Dana-Farber Cancer Institute
Project Term: July 1, 2023 - June 30, 2026
The reason why some patients with clonal hematopoiesis progress to overt myeloid malignancies is not understood. I will revert epigenetic changes in isogenic in-vitro and in-vivo models of stepwise progression of cohesin-mutant myeloid neoplasia to mechanistically address how changes in genome organization and enhancer regulation drive clonal selection. These studies will improve our understanding of myeloid disease progression and inform therapeutic options to intercept this step.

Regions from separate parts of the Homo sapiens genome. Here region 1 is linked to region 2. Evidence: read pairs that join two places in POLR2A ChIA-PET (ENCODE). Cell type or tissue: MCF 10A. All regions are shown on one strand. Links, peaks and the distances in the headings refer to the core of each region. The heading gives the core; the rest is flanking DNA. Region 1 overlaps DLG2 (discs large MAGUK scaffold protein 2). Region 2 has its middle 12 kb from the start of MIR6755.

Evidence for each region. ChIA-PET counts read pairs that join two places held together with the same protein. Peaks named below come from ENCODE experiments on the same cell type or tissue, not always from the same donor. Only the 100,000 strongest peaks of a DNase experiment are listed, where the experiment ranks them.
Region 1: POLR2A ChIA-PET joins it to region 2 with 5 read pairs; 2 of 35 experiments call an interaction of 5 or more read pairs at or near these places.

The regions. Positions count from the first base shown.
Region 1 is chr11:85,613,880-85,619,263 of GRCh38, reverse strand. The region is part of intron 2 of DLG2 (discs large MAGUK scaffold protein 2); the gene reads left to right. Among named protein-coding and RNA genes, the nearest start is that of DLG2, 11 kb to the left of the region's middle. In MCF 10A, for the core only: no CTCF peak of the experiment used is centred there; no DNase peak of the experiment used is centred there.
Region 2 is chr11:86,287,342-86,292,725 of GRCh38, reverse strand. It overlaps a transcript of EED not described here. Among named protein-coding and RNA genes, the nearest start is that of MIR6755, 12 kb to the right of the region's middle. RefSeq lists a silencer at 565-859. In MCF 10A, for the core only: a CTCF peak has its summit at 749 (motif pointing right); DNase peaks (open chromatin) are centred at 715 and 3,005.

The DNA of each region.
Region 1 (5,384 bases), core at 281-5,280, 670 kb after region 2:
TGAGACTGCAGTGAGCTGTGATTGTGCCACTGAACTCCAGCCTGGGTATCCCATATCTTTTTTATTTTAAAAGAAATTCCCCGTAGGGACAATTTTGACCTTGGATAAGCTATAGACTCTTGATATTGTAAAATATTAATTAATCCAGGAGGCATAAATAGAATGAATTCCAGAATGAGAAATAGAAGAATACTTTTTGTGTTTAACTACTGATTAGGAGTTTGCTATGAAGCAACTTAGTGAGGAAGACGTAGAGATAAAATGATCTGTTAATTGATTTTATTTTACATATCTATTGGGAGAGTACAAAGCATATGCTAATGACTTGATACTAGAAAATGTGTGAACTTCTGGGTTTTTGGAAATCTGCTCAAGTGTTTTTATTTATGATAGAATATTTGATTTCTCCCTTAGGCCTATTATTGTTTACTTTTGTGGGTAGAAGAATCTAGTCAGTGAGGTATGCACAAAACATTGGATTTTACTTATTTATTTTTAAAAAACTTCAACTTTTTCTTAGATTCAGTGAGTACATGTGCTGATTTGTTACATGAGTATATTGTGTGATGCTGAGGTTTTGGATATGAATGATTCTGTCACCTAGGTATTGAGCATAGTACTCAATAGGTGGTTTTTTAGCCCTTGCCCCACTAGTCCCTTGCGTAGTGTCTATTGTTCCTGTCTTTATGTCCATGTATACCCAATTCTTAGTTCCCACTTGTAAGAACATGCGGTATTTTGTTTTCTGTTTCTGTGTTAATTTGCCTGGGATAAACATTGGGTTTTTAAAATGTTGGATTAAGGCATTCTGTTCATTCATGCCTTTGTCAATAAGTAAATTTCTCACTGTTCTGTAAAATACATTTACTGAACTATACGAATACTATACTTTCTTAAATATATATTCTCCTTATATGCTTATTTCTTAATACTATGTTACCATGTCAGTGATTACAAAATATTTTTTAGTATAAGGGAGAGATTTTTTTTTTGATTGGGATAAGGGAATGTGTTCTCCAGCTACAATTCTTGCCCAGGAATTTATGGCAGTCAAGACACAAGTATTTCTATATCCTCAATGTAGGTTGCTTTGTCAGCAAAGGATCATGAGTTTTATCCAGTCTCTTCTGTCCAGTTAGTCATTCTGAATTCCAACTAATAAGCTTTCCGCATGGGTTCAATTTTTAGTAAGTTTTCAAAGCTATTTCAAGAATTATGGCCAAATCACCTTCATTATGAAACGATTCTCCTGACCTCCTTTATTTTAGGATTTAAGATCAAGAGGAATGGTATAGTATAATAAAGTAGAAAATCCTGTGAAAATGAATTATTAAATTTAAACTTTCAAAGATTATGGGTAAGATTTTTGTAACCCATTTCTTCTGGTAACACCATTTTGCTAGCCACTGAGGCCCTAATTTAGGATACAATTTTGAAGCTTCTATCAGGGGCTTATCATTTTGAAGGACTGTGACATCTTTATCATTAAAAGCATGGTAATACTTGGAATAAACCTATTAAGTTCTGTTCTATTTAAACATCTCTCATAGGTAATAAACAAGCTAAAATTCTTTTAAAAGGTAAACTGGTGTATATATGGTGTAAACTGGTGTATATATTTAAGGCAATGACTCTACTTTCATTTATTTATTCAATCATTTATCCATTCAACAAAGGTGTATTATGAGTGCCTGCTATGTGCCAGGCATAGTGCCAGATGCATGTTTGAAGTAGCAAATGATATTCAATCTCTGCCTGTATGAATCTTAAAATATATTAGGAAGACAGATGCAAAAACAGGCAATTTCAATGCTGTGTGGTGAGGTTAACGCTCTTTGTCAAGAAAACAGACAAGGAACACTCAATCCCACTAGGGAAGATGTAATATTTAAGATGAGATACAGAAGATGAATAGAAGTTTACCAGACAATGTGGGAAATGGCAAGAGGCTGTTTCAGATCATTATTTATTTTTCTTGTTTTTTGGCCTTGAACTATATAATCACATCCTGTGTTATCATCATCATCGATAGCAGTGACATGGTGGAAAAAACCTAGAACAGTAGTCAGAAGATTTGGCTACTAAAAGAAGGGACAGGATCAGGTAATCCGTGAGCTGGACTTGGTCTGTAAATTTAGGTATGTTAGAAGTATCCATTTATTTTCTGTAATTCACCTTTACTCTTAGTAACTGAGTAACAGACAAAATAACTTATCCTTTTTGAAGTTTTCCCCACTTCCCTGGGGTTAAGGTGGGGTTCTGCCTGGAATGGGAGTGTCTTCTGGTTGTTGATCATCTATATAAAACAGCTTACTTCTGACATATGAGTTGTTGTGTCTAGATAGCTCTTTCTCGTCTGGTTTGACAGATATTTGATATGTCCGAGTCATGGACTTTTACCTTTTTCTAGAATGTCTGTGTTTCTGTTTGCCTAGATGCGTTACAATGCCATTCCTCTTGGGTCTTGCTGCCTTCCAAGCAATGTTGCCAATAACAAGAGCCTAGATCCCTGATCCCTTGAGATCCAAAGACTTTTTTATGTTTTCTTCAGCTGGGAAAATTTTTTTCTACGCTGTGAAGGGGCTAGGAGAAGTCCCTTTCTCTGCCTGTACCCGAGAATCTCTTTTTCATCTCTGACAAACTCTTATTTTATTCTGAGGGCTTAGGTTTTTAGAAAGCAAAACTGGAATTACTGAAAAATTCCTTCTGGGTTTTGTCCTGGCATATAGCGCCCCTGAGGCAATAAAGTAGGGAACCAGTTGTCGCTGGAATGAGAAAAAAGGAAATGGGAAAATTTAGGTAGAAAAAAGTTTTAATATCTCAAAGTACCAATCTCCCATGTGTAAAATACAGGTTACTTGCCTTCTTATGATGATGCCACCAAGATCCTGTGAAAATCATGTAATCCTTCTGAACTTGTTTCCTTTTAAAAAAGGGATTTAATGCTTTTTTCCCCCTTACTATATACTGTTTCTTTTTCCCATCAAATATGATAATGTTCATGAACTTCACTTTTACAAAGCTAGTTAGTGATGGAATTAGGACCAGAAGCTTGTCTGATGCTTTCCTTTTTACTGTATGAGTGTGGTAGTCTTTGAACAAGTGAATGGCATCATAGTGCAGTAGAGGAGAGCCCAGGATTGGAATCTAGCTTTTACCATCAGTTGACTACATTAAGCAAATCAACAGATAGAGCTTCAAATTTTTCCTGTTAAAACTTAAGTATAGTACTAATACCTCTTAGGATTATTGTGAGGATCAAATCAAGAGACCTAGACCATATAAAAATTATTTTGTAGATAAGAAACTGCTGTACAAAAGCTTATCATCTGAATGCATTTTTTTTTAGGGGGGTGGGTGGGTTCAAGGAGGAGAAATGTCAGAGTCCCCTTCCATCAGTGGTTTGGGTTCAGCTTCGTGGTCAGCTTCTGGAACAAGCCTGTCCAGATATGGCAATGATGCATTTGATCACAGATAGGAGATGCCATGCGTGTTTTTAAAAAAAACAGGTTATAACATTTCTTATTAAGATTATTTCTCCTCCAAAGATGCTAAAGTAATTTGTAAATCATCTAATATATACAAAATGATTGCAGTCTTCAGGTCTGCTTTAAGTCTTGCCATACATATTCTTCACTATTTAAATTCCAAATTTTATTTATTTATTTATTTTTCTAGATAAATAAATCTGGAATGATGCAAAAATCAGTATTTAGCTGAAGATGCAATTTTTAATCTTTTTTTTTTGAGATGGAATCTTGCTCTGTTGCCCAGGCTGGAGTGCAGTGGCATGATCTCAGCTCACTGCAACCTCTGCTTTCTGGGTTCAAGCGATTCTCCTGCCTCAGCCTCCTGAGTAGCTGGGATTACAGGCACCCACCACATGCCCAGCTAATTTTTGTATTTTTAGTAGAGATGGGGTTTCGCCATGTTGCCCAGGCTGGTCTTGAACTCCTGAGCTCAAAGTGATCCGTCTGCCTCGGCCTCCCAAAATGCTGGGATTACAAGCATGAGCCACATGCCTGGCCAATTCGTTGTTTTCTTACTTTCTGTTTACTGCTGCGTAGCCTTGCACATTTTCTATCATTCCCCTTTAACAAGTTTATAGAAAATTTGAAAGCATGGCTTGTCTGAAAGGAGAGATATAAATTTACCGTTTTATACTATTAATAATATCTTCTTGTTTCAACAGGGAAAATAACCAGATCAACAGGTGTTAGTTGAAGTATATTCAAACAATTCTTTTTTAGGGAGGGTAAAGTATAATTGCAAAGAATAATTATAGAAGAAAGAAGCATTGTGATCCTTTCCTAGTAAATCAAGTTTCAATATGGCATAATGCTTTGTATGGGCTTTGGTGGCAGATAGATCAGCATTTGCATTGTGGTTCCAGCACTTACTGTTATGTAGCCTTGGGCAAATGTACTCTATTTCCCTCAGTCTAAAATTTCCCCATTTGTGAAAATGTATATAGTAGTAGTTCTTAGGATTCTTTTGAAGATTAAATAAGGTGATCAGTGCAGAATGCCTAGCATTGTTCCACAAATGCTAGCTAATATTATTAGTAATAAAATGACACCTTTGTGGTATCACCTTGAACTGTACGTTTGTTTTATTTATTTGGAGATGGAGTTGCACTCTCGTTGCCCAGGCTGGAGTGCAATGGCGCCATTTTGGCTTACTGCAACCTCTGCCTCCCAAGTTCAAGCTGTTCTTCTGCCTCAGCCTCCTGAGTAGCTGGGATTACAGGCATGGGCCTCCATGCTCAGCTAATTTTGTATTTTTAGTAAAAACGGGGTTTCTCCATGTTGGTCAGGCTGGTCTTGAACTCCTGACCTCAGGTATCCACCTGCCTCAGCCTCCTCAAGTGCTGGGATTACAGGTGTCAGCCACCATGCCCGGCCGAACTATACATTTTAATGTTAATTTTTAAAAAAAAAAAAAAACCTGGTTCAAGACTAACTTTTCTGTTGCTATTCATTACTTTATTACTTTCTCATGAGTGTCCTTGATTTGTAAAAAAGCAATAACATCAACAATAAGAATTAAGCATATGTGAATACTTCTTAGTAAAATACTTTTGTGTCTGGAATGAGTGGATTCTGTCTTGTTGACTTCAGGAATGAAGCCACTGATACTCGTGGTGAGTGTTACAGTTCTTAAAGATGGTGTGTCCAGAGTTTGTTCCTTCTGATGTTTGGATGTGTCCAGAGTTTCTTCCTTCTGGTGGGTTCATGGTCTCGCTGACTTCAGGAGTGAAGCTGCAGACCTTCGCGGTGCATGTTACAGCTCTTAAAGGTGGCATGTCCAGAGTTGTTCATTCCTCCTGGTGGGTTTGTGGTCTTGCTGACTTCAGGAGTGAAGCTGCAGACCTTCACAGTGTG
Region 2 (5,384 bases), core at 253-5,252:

It takes years for leukemia cells to become dominant over healthy blood-producing cells in patients. Although we now have very detailed information about the genetic alteration in these cancer cells, the process that eventually selects the most aggressive cells is not well understood. Inflammation is increasingly thought to be critically important during this often very long-lasting process of disease development. A typical human cell contains about 2 meters of genetic material, which must be tightly packed to fit into the small nucleus of a cell. Cohesin complex is an essential cellular protein complex that controls organization of our genetic material. Patients with specific subtypes of leukemia that carry mutations in the cohesin complex lose the normal function of this complex and often have very poor outcomes. In our experiments using cells from leukemia patients and mouse models of blood cancer, we have recently found that cells with deficient cohesin proteins have high levels of inflammation. We believe that over a long time this could be the main mechanism that helps select for the most aggressive leukemia cells. Furthermore, cohesin loss is coupled with reopening of otherwise highly packed “dark” regions of the genome. We found that such regions are also becoming active in patients with leukemia. Activation of these dark regions of the genome has the potential to change gene expression programs in blood cancer cells and accelerate their growth. In the proposed project, I will plan to characterize these unpacked dark regions of the genome that may control gene expression across different leukemia patient samples. Once I identify the critical regions I will use cutting-edge genome engineering tools to re-silence these regions and test the rate of leukemic transformation and impaired blood production using mouse models that recapitulate leukemia disease development. In summary, improving our understanding of mechanisms of genome organization and inflammation has the potential to inform novel therapeutic approaches to cure leukemia.